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Business Valuations in Georgia Divorces

While sticking points like marital assets and child custody can be the largest hurdles to negotiating a divorce, often the most expensive hurdle comes when the uncoupling couple owns a business together. Whether the couple maintains individual or shared interest, and whether one or both partners will leave the business, are important distinctions in understanding how the business is evaluated. There are several approaches to determining a business valuation, but the onus is on those involved – by the attorneys, outside evaluators or the parties themselves – to persuade the judge or mediation to reach a fair division.

Achieving that division means that properly valuating your business is crucial. In general, there are three common approaches to determining the value of a business, each with its own respective strengths and weaknesses. Depending on circumstances, a valuator may choose to use the Asset Approach, the Income Approach or the Market Approach.

    • • The Asset Approach: As its name implies, this approach determines the value of a business based on its total assets – both tangible and intangible – weighed against the business’ liabilities.


    • • The Income Approach: Using this approach requires the business valuator to look forward somewhat, looking ahead to anticipated economic benefits that might come from ownership of the business and calculating them into a single present-day amount.


  • • The Market Approach: Much like determining the value of real estate, this approach compares your business to similar businesses, or the sale price of similar business ownership interests. Using these comps, they determine your business’ value based on the market.


Conflicting Business Valuations

Determining the value of your Georgia business following a divorce should just be a matter of crunching the numbers. The methods listed above are all backed by thorough analysis and recognized methodologies, and should create a clear, unimpeachable path to determining how much your business is worth.

However, in order to calculate the value of your business there are several subjective judgements that the business valuation experts must make along the way. Because of this, it is a rare situation to find two business valuation experts who value your business the same way.

Beyond disagreements over the valuation of the business itself, there may be conflicting views on how the business will be divided. Will the business be able to continue operating if forced to liquidate assets? What is the tax ramification for either party as the result of the sale? Are there any assets that are being deliberately hidden from one party? Any one of these disagreements can unravel negotiations toward a fair division of assets. And handling these disagreements requires an attorney willing to do whatever it takes.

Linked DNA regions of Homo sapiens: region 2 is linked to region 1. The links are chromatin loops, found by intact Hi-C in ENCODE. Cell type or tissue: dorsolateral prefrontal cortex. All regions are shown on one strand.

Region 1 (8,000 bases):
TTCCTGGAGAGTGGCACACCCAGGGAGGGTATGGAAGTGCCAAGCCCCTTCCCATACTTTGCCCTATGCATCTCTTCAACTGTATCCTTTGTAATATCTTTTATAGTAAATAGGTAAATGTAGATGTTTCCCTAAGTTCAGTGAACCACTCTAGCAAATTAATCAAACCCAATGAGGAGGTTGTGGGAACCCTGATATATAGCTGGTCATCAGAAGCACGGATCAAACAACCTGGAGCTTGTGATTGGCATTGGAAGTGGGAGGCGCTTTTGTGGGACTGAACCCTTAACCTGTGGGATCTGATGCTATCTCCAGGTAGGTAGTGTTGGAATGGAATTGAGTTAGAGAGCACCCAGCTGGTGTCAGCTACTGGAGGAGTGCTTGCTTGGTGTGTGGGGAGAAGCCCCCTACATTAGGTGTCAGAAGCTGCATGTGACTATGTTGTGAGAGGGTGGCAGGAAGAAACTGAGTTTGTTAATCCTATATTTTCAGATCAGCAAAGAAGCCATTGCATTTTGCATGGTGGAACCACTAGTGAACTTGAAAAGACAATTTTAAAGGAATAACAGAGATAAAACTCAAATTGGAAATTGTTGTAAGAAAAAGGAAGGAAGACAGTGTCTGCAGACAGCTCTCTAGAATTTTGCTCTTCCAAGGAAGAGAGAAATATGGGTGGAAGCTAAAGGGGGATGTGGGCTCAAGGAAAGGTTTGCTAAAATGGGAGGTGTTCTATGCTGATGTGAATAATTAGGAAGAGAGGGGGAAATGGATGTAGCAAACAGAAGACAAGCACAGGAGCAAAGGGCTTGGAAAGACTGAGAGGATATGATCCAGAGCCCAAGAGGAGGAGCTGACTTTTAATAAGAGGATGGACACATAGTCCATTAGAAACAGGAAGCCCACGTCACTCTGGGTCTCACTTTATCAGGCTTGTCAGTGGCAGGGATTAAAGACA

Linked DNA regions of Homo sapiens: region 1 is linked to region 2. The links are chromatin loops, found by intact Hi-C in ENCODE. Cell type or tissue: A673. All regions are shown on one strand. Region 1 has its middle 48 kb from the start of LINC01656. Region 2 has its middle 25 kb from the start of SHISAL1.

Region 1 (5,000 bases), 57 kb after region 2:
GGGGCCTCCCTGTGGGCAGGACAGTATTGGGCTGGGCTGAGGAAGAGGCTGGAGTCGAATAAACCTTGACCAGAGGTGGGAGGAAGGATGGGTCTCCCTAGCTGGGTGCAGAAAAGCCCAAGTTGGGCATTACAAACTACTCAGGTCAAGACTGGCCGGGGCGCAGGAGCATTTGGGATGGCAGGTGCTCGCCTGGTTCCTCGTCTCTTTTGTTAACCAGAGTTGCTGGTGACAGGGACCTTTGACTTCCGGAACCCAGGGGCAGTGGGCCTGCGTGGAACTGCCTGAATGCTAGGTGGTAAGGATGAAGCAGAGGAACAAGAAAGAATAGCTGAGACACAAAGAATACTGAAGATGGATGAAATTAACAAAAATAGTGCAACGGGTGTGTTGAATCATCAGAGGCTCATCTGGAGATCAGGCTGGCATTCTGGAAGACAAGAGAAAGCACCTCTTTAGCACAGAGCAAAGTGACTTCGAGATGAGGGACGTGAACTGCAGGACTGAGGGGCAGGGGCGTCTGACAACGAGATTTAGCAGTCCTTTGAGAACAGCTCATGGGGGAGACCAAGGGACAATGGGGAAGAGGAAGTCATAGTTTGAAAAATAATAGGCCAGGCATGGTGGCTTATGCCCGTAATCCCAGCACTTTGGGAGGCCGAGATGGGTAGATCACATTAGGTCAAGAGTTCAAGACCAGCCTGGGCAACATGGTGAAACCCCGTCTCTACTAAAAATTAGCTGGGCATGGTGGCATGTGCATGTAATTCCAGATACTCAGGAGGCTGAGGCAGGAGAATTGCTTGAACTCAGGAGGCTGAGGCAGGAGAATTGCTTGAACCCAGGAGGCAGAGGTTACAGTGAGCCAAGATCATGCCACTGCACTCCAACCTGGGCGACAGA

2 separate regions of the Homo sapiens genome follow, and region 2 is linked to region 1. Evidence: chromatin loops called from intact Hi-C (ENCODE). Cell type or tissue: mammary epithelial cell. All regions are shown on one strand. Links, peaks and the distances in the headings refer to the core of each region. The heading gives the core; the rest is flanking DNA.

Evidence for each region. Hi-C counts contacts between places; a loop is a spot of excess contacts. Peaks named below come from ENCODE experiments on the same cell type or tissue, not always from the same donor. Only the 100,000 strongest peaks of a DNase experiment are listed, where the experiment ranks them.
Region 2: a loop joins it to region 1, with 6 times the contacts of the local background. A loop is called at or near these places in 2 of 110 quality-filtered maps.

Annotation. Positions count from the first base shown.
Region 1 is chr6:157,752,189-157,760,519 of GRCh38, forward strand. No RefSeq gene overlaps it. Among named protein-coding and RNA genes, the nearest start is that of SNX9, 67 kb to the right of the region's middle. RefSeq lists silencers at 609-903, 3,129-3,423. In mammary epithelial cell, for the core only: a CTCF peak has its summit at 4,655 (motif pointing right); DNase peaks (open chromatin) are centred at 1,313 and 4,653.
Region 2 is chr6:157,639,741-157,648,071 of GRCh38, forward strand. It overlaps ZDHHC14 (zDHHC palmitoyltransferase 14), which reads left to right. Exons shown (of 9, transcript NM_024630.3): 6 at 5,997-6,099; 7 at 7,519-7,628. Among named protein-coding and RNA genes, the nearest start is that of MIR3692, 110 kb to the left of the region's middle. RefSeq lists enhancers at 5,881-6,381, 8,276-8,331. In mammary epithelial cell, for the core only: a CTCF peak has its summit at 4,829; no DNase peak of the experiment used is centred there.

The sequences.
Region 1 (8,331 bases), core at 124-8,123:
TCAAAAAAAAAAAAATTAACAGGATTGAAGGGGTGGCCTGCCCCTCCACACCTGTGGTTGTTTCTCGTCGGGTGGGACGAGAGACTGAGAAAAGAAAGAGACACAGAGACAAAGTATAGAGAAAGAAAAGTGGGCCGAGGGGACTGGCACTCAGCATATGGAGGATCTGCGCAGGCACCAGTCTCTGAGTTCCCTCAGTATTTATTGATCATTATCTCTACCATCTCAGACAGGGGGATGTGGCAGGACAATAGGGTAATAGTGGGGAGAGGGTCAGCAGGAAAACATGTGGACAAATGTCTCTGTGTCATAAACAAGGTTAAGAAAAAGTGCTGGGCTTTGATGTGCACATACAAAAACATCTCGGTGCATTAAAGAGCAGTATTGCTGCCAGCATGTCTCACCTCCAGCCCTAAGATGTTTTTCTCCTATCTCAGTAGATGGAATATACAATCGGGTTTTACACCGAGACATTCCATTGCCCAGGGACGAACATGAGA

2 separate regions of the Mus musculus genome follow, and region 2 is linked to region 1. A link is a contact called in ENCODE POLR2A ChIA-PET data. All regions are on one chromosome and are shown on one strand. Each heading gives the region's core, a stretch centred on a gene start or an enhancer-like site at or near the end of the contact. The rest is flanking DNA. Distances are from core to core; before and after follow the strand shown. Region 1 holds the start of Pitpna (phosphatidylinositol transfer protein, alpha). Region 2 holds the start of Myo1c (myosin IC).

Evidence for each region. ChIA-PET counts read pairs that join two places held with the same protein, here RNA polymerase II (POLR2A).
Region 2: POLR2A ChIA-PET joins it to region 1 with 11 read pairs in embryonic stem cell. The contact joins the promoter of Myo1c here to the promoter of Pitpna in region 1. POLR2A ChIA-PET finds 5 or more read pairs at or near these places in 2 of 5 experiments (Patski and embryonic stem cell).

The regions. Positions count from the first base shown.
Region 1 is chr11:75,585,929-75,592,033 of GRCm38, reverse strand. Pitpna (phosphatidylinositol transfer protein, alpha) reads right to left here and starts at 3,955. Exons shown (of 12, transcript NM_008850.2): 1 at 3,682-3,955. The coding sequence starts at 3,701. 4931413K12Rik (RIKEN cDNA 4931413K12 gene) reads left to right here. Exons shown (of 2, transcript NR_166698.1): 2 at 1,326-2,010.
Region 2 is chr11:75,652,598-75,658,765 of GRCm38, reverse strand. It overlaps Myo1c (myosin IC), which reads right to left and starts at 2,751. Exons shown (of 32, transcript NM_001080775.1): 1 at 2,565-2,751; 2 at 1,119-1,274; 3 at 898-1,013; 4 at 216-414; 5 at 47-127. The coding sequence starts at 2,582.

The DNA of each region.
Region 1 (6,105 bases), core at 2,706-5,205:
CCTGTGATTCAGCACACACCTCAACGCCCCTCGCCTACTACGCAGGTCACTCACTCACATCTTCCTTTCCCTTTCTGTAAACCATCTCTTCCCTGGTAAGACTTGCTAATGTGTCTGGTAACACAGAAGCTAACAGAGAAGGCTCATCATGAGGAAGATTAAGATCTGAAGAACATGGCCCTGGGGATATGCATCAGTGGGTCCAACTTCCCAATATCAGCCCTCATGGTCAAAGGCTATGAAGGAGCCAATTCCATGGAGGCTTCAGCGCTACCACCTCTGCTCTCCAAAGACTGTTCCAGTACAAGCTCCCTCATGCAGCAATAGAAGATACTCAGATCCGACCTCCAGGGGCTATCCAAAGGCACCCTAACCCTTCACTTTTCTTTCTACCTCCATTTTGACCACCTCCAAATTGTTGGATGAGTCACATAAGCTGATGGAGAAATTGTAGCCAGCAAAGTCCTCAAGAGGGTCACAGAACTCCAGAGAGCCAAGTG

The Claiborne Firm Difference

When talking to new clients about their pending divorce, and the ramifications that their business’ valuation can have on it, we like to remind them of the laws of the wild.

In the wild, there are many different kinds of prey, and many different kinds of predators. Ambush predators stay hidden until the time is right, striking with the element of surprise and using the chaos of the moment to their advantage. We like to think of ourselves more as wolves.

Wolves’ methods are far more deliberate than a sudden attack. They are cunning, patient and relentless in pursuing their prey, learning everything about its defenses, strengths and weaknesses before closing in for the inevitable kill.

When determining the value of your business in a divorce case, you hold more cards than you may realize. If you show the patience of the wolf, and dedication to a long-term strategy, you will see a positive outcome. You need an attorney who shares that approach.

That’s where we come in. Our practiced approach has helped countless clients just like you find a winning path forward. It all starts with your initial confidential consultation; just a simple flat fee of $450 that gives you a far greater understanding of your case and the strategies that we will use to protect your assets and your interests. It’s worth your time to start this process now, before the other party has a chance to liquidate your hard-earned assets.

With that consultation behind you, and with the knowledge in hand it provides you, we will establish a retainer fee and then get the wolves ready to circle.  Please submit your contact information below or call (912) 351-8775.


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